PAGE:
The Singapore government has issued its long-awaited draft Cybersecurity Bill for public consultation. In light of the global increase in cybersecurity threats, the draft bill seeks to provide a framework for national cybersecurity and protect critical information infrastructure against cybersecurity threats. The provision of certain investigative and non-investigative cybersecurity services will also now be regulated under the draft bill. Click here for a detailed alert on the topic.
Key points to note
A Commissioner of Cybersecurity will be responsible for:
- advising the Government in respect of cybersecurity matters
- monitoring cybersecurity threats or cybersecurity incidents that may threaten Singapore’s national security
- identifying and designating Critical Information Infrastructure
- establishing cybersecurity codes of practice and standards of performance for CII owners to comply with
- cooperating with Computer Emergency Response Teams internationally on cybersecurity incidents.
The Commissioner will have broad powers of investigation in the event it receives information regarding a cybersecurity threat.
The protection of Critical Information Infrastructure (CII) is a key focus of the draft bill and will significantly affect owners of CII. Key points to note include:
The Commissioner may designate a computer or computer system as CII if it fulfils certain criteria and the computer or computer system is located wholly or partly in Singapore. Such designation takes affect for 5 years unless successfully appealed or withdrawn early.
The draft bill imposes various burdensome obligations on owners of CII including that they must provide to the Commissioner information on the design, configuration and security of the CII, comply with codes of practice and standards of performance, notify the Commissioner of certain significant cybersecurity incidents, undertake regular risk assessments and audits every 3 years, and participate in national cybersecurity exercises.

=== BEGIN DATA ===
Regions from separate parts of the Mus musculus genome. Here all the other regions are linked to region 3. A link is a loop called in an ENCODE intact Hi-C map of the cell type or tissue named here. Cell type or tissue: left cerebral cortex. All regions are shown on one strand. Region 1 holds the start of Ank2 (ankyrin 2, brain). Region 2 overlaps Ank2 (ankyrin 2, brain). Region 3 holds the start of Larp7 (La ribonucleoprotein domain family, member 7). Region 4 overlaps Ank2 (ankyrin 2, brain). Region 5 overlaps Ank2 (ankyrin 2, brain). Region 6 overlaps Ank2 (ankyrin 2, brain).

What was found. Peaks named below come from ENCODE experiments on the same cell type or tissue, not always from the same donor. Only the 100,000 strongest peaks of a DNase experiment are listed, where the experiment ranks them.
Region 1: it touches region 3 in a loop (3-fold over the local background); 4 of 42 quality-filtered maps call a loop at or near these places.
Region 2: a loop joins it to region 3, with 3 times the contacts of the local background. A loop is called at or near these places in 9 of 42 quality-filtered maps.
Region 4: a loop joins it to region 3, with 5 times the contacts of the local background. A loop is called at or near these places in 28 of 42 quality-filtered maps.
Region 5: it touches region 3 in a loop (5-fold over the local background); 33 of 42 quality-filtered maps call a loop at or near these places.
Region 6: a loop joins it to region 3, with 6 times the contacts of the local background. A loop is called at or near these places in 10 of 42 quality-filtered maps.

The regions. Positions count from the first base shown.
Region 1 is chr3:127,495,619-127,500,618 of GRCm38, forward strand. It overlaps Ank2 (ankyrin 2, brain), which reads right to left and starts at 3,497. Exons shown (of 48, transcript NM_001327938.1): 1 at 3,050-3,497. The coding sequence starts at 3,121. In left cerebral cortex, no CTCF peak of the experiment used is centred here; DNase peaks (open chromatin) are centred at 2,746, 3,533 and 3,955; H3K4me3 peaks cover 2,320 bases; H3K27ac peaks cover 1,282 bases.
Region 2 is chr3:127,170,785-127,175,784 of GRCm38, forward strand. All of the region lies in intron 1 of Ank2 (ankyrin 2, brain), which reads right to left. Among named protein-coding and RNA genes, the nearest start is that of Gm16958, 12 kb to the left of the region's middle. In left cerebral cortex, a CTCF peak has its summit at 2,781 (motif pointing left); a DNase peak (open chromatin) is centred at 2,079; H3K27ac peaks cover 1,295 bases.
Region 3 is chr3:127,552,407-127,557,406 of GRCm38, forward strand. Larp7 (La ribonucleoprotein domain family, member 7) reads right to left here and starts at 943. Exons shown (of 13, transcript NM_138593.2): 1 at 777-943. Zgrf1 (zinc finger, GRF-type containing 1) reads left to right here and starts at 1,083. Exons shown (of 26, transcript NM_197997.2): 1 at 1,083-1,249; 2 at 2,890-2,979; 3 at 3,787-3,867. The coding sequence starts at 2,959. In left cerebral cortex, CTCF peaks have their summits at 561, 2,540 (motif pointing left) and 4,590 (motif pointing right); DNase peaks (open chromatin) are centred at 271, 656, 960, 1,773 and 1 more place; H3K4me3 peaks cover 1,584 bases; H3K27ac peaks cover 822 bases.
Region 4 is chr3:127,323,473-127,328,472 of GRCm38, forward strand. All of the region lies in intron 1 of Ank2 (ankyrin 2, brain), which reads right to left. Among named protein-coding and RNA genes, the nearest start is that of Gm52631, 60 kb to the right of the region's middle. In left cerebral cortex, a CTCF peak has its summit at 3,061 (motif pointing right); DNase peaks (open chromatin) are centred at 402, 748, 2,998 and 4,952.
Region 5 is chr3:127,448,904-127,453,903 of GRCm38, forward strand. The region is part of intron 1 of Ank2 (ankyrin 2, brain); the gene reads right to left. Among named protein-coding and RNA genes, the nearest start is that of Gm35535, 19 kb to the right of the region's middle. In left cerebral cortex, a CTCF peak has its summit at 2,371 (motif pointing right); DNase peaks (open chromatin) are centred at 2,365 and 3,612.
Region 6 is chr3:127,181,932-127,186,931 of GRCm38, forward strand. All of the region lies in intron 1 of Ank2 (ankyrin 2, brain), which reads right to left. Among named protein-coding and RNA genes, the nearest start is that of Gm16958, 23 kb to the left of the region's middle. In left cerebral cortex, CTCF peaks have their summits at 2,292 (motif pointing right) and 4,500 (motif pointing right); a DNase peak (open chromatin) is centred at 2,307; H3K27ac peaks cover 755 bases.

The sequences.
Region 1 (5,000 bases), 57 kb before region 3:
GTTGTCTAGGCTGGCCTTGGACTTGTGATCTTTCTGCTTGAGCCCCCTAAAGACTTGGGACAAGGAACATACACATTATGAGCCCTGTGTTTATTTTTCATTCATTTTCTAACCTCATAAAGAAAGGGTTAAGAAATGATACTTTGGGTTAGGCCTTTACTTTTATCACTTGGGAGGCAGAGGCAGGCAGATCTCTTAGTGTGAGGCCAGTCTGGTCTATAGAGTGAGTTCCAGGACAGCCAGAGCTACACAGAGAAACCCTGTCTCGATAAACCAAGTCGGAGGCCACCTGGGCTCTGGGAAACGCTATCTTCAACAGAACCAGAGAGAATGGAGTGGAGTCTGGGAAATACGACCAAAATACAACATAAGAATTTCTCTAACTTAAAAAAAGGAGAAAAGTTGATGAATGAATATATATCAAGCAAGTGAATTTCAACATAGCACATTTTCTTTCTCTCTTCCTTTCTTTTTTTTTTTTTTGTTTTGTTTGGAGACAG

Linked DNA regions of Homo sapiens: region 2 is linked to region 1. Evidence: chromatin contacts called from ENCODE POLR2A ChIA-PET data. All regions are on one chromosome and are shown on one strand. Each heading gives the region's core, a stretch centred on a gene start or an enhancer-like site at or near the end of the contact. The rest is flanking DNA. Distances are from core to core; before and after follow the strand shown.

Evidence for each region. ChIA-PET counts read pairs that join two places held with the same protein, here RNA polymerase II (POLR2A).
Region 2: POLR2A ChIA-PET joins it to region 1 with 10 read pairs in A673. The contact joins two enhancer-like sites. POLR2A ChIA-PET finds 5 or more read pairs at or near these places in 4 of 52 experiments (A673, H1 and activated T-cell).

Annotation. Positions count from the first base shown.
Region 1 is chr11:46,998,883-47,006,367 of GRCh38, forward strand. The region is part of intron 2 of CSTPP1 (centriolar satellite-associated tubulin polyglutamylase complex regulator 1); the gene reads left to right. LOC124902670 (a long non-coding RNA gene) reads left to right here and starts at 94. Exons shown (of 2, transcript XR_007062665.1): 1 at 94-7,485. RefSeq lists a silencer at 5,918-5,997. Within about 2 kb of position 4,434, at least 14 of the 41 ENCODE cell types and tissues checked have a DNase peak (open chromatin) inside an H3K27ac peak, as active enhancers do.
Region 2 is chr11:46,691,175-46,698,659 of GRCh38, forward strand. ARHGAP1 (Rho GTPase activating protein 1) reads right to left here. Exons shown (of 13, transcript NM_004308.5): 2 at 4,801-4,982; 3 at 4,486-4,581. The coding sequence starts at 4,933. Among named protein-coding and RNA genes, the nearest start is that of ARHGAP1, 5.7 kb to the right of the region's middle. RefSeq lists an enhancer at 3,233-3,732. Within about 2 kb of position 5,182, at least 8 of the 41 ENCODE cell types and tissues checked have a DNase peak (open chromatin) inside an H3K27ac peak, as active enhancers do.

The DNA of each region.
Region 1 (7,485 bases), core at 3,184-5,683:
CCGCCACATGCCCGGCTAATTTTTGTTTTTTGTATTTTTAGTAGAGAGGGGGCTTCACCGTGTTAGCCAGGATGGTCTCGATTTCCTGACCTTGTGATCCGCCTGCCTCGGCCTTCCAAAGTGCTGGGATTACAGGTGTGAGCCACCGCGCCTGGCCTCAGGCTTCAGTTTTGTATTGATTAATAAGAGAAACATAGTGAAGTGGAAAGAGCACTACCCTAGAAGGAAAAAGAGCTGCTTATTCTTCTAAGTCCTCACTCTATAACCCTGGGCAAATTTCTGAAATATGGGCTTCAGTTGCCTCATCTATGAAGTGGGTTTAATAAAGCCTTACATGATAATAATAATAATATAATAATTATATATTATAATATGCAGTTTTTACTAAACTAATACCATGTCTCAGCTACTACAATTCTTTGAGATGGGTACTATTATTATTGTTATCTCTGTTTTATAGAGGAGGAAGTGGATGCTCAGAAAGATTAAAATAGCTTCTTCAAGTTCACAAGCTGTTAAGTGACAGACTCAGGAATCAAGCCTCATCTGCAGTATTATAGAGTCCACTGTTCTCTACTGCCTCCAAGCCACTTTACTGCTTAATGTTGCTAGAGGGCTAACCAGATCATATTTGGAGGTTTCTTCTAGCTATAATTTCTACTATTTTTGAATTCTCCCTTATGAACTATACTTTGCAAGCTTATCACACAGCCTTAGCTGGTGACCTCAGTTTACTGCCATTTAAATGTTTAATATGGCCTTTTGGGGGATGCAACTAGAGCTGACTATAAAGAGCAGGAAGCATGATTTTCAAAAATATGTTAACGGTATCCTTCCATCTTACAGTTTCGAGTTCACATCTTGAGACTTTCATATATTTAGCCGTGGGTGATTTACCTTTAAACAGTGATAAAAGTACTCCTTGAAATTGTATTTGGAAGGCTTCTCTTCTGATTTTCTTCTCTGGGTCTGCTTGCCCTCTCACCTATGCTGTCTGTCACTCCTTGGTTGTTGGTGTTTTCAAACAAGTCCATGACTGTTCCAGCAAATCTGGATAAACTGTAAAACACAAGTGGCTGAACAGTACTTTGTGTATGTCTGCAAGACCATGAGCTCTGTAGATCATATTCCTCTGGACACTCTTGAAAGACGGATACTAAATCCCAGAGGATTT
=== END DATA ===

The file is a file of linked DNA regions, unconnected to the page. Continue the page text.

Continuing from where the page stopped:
Persons carrying out any licensable cybersecurity services for reward will need to obtain a licence and comply with reporting obligations under the draft Bill. Such licensable cybersecurity services have been specified and include penetration testing service as a licensable investigative cybersecurity service and managed security operations centre (SOC) monitoring service as a licensable non-investigative cybersecurity service.
How this may affect you
Organisations that have computers or computer systems necessary for the continuous delivery of essential services which Singapore relies on may potentially be designated as CII. The draft bill covers not only traditional IT systems but also “an operational technology system such as an industrial control system (ICS), a programmable logic controller (PLC), a supervisory control and data acquisition (SCADA) system, or a distributed control system (DCS)”, which could cover new IoT technology.
If designated as CII, there are a number of duties imposed on owners of such CII which organisations would need to be prepared to comply with, as highlighted above.
Please get in touch if you have any questions on the draft bill or wish to provide feedback to the consultation (deadline extended to 24 August 2017). The draft bill and the public consultation document are available here.